4) Get an experienced doula. Seriously. Whether a partner is present or not. Having a seasoned advocate and badass support person whose entire job is to have your back under all circumstances is a tremendous, amazing boon in a situation where the birthing woman is very vulnerable and in a setting where things can happen very quickly. No to mention the arsenal of tricks that doulas have for relieving pain and moving the baby and every other thing one needs in labor. The doula is the person who will stay with you most or all of the time, whereas the doctor and sometimes even the midwife will arrive in time for the pushing and the catch.
5) Birth is a hurricane of raw emotions and huge sensations and high stakes, and success relies upon being able to relax without self-consciousness into the wildness of all of that.
Therefore: Do Not Have ANYONE Present In Whose Company You Will Not Be Comfortable In An Altered State.
What this means in reality is that if your mom, for example, wants to be there, but you know in your heart of hearts that you do not have a relaxed and easy time with your mom, NO MATTER WHAT, EVEN IF IT HURTS HER FEELINGS, DO NOT ALLOW HER TO BE PRESENT DURING YOUR LABOR. If she knows anything about anything, she will support you in whatever you need at this time, even if she doesn't necessarily like it. Because it's YOUR BIRTH, and is therefore about YOU. Please accept this Get Out Of Emotional Jail Free card from me. At no other time are you more wholly allowed to be entirely selfish in your choices, so - i implore you - don't let anybody get away with guilt tripping you about this. I have witnessed firsthand and heard endlessly about this exact dynamic: usually parents (but sometimes partners or siblings or others whose closeness "should" be OK but frankly isn't) in the room or at the hospital somewhere waiting and whose presence creates enough stress that the birthing body cannot relax enough to do its thing. The direct and quantifiable result of this is that the labor will stall. It won't happen to everybody this way, but it is frequent enough that it's a commonly told story.
So: your mom, or whoever fits this description in your world, can come when the baby has been born and bring food and kvell with you. Find a way to say no. Create the buffer. Even if it's your partner. Even if it's your BFF. Examine your heart with great honesty about this, and only allow people to be with you in whose presence you can relax, for real.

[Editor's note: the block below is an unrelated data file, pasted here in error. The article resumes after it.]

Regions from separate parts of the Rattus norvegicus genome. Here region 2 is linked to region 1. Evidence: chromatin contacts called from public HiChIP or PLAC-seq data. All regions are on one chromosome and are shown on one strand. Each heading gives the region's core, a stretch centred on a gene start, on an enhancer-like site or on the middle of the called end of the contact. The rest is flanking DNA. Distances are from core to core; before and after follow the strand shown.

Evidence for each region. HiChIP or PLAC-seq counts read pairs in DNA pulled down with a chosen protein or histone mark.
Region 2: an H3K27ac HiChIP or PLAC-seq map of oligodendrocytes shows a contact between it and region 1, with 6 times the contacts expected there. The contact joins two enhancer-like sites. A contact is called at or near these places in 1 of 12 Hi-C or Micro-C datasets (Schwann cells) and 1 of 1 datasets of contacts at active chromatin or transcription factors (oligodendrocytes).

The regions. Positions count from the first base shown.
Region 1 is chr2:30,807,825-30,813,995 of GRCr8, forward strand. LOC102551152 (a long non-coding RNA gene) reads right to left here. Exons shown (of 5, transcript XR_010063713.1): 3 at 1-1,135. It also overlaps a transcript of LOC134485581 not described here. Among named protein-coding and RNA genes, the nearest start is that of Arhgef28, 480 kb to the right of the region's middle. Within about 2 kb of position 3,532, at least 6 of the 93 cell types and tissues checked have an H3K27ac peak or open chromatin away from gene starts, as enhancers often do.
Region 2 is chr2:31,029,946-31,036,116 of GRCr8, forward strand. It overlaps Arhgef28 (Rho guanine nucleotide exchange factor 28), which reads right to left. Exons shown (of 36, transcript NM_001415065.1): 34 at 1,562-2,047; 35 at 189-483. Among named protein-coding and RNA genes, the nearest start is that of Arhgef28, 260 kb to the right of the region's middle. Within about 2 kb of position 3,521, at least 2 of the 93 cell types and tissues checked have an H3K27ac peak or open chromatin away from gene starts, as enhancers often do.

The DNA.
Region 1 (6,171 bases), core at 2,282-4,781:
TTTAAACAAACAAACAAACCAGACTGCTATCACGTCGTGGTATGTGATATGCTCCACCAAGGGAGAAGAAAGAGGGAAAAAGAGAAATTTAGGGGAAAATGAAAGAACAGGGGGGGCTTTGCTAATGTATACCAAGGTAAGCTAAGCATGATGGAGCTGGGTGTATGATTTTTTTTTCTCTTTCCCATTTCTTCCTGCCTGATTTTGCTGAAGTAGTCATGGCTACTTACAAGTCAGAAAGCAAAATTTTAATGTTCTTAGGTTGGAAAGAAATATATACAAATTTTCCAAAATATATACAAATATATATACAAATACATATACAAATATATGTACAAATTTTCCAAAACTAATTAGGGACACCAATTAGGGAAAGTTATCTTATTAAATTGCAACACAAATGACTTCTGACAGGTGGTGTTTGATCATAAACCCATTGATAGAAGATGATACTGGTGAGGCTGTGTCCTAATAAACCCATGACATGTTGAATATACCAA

6) If you would prefer to not have a C-section, I strongly strongly recommend prepping and birthing with a midwife, as they offer very different care than OBGYNs, and have a skill set that incredibly few doctors in this country are able to match. It was explained to me by an MD while I was pregnant that MDs are trained to intervene in a problematic birth, but not really ever trained in how to facilitate a normal healthy birth without intervening. Many midwives are able to administer drugs (although epidurals are only available in hospitals, as they are delivered by a line into the spinal cord rather than by injection or IV and are therefore more complex to deliver and monitor appropriately.) However: the midwife's expertise is how to employ every trick in the book to get things moving in the right direction without resorting to the surgery and drugs which are the doctor's provenance and are at best never needed, in my opinion. Midwives know how to do a ton of shit most doctors have no idea about and will tell you cannot be done. A perfect example is that it's a rare doctor who will deliver a breech baby - and yet midwives abound who, upon checking and finding out the position of the baby some weeks before the due date, can do a number of things to turn the baby into a more optimal position.
And - you can absolutely have midwives as your primary caregivers in a hospital setting. There are a number of hospitals where that is on offer. So, again: research your options.
7) Routine episiotomies are, in my opinion and in the opinion of the most experienced midwives I've ever met, a bunch of bullshit. They do not prevent tearing and in fact make tearing worse. There are women whose perineums are so godalmighty muscular and gangster that an episiotomy is indicated, but those women are rare. The comparison I was given by my midwife was the notion of trying to tear an intact piece of fabric versus trying to tear a piece of fabric that already has a cut in it - if you've ever tried to rip through something, you know how much easier it is when there is already a cut. Her opinion, as a midwife who's been catching babies since 1975, is that episiotomies performed routinely cause some of the worst damage and the most horrible recovery periods for birthing moms of anything that could happen, including caesarians, and are to be avoided. And, having pushed an average-sized baby out myself now, I concur: I had 2 stitches, was able to have sex after 6 weeks or so, have had minimal scar tissue formation, and my pelvic floor is more or less fully recovered at 4 months out. It is to some extent luck of the draw, but that doesn't make precautions and preparations irrelevant.
Part Two coming soon. Stay tuned, family.